Neumorphism in user interfaces – “Skeuomorphism anyone? While various forms of Skeuomorphism still exist in UI’s (your desktop OS trash bin for example) the trend towards a particular part of this style is more apparent. As Kamil Falana pointed out the switch from lifeless “representations” to something mid-way to realism started happening. We also noticed a while back, that this change started happening all around us — Apple being a good example. The push towards “super flat and minimal” got a pushback and ended up with a bit more of that textureless 3d feel. People seem to like it.”

Ethical Maturity in User Research – “Many organizations have flourishing design teams who conduct user research on a regular basis. This fact is largely positive, but the popularity of lean UX methods means that many of those doing user research have no formal research background. Some teams may cut corners or follow shoddy research practices which can harm participants, causing unnecessary distress and suspicion during research sessions. In some cases, participants are willfully or unintentionally deceived about the research purposes or how their data will be used. These tendencies usually occur when the team carrying out user research lacks a solid foundation of research ethics.”

User Need Statements: The ‘Define’ Stage in Design Thinking – “In design thinking (as well as in any product-development process), it is important to define the problem you want to solve before spending time and resources on generating possible solutions. (A great solution to the wrong problem will fail.) This approach maximizes resource use and decreases the likelihood of friction and disagreement in the prototyping, testing, and implementation stages. User need statements, also often called problem statements or point-of-view statements, are the primary tool in the second stage of design thinking — the define stage; they align different points of view before moving forward into ideating. It doesn’t matter which term you choose to use (user need, problem, or point of view)— it only matters that you remain consistent throughout your organization.”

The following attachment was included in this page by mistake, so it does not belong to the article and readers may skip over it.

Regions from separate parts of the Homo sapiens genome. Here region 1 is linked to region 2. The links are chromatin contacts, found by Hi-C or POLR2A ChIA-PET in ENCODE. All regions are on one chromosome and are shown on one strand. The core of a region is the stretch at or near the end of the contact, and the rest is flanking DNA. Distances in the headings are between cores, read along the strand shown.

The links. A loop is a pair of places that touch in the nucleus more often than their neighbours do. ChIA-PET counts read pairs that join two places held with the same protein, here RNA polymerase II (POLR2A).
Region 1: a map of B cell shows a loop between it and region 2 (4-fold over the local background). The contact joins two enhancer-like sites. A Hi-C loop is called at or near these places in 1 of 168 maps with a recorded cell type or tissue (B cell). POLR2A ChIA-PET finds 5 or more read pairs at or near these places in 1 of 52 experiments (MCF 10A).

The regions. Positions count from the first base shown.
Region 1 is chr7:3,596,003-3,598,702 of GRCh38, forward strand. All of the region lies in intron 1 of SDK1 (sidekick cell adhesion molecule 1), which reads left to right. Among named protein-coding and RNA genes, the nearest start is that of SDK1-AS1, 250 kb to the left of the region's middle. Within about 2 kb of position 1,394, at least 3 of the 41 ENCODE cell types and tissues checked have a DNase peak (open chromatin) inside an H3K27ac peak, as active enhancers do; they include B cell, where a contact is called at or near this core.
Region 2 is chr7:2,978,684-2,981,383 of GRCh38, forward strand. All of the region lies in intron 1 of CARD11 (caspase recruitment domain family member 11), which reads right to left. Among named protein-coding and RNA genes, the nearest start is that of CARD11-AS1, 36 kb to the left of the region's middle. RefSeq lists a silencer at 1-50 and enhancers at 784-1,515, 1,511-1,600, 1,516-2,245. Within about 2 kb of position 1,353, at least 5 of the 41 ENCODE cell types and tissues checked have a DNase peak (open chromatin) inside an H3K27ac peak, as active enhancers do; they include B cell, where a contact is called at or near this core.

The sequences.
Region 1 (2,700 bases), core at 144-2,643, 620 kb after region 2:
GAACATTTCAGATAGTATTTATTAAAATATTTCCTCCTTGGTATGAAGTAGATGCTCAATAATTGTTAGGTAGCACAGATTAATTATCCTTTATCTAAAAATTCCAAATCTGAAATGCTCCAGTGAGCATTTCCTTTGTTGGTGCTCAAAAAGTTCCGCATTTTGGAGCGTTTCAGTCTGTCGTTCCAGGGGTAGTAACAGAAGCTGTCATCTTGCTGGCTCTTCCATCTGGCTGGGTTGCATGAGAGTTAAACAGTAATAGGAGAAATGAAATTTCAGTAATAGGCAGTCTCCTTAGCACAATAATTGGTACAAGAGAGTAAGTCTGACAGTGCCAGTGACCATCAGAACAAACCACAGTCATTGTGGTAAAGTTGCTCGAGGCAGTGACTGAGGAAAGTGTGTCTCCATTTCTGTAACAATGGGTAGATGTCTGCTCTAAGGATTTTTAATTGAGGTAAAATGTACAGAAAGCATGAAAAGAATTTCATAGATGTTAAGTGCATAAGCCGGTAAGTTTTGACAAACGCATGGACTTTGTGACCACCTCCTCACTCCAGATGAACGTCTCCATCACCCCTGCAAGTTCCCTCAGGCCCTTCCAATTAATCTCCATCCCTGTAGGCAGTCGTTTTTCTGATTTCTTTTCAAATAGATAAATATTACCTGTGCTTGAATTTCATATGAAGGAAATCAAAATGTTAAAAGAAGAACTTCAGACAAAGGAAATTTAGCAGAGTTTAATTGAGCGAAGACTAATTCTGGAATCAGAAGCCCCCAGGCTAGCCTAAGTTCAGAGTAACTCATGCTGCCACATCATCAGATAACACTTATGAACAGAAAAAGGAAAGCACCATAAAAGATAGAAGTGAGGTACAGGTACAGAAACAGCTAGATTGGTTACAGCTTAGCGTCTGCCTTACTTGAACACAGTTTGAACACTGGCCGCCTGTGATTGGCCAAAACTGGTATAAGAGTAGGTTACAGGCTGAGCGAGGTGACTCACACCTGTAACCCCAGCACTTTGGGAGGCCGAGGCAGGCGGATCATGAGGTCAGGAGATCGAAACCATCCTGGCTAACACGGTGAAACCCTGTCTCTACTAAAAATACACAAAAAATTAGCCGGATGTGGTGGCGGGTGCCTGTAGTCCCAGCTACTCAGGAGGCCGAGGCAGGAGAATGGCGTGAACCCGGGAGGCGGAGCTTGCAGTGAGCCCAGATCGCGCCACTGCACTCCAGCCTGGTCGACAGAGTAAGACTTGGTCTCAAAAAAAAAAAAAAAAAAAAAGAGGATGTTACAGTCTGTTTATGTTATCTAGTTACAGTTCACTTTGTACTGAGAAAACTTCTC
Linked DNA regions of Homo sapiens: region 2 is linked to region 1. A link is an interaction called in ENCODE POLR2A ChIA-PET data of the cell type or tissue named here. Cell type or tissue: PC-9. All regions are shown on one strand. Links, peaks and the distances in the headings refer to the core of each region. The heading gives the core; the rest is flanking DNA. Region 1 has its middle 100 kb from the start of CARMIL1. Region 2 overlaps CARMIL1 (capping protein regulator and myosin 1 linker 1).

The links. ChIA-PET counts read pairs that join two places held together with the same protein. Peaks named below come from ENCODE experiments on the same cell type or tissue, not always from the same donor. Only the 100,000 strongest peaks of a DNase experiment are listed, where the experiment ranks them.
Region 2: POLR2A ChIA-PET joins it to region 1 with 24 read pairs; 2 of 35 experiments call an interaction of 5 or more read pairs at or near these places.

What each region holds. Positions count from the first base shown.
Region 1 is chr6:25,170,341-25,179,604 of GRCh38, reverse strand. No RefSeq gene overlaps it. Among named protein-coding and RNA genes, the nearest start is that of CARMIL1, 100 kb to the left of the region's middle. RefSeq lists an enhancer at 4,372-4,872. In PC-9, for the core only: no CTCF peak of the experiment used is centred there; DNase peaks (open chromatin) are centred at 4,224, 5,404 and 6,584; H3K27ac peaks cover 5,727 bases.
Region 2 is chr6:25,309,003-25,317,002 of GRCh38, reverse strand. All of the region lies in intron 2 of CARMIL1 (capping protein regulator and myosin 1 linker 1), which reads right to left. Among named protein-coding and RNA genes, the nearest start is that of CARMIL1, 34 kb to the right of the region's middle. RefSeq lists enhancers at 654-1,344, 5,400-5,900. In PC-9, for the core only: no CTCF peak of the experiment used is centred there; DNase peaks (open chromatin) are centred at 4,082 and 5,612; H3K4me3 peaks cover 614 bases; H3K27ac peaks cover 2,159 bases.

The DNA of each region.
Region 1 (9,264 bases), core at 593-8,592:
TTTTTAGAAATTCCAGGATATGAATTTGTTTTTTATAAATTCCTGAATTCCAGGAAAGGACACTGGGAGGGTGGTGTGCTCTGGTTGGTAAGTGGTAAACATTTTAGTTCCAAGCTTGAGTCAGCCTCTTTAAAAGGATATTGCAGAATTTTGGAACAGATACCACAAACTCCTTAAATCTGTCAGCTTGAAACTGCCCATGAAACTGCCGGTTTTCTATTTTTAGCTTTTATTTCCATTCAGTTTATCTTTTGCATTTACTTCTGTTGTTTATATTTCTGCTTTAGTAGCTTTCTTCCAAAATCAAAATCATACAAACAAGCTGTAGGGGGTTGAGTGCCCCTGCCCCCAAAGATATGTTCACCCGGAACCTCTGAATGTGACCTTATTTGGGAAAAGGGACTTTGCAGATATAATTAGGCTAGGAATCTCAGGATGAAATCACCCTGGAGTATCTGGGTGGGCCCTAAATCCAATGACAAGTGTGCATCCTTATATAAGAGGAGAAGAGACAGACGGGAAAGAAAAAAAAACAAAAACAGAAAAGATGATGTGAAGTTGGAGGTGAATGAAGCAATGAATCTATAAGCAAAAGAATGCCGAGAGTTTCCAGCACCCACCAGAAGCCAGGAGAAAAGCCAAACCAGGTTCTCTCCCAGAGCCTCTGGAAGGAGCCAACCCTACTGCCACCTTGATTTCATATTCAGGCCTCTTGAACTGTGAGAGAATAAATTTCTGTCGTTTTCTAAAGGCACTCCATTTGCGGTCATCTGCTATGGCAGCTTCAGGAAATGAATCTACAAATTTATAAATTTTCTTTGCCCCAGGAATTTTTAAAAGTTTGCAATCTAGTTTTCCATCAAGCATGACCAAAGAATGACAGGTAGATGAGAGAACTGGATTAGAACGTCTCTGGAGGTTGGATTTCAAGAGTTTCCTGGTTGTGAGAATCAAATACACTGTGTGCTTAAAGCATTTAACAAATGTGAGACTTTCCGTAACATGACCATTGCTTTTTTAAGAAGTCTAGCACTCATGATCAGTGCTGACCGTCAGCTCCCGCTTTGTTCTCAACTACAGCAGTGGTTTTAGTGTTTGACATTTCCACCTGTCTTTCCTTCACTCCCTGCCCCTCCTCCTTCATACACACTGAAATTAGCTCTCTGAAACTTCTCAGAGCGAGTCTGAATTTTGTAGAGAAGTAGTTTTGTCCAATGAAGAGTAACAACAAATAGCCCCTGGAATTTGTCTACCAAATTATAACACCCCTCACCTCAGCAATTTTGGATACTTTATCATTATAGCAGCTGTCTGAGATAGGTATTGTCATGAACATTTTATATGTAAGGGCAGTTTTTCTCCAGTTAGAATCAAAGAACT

Essential Reading

Show your Work! by Austin Kleon - In his New York Times bestseller Steal Like an Artist, Austin Kleon showed readers how to unlock their creativity by “stealing” from the community of other movers and shakers. Now, in an even more forward-thinking and necessary book, he shows how to take that critical next step on a creative journey—getting known.

Show Your Work! is about why generosity trumps genius. It’s about getting findable, about using the network instead of wasting time “networking.” It’s not self-promotion, it’s self-discovery—let others into your process, then let them steal from you. Filled with illustrations, quotes, stories, and examples, Show Your Work! offers ten transformative rules for being open, generous, brave, productive.

In chapters such as You Don’t Have to Be a Genius; Share Something Small Every Day; and Stick Around, Kleon creates a user’s manual for embracing the communal nature of creativity— what he calls the “ecology of talent.” From broader life lessons about work (you can’t find your voice if you don’t use it) to the etiquette of sharing—and the dangers of oversharing—to the practicalities of Internet life (build a good domain name; give credit when credit is due), it’s an inspiring manifesto for succeeding as any kind of artist or entrepreneur in the digital age.

Typeface of the week

Heldane Display is a serif typeface designed by Kris Sowersby and published through Klim Type Foundry in 2018. The design took place over a ten year period and drew inspiration from the sixteenth-century works of Hendrik van den Keere, Claude Garamont, Robert Granjon, and Simon de Colines. The family is available in three weights with matching italics, as well as a corresponding text version.

Twitter thoughts

Till next time! 👋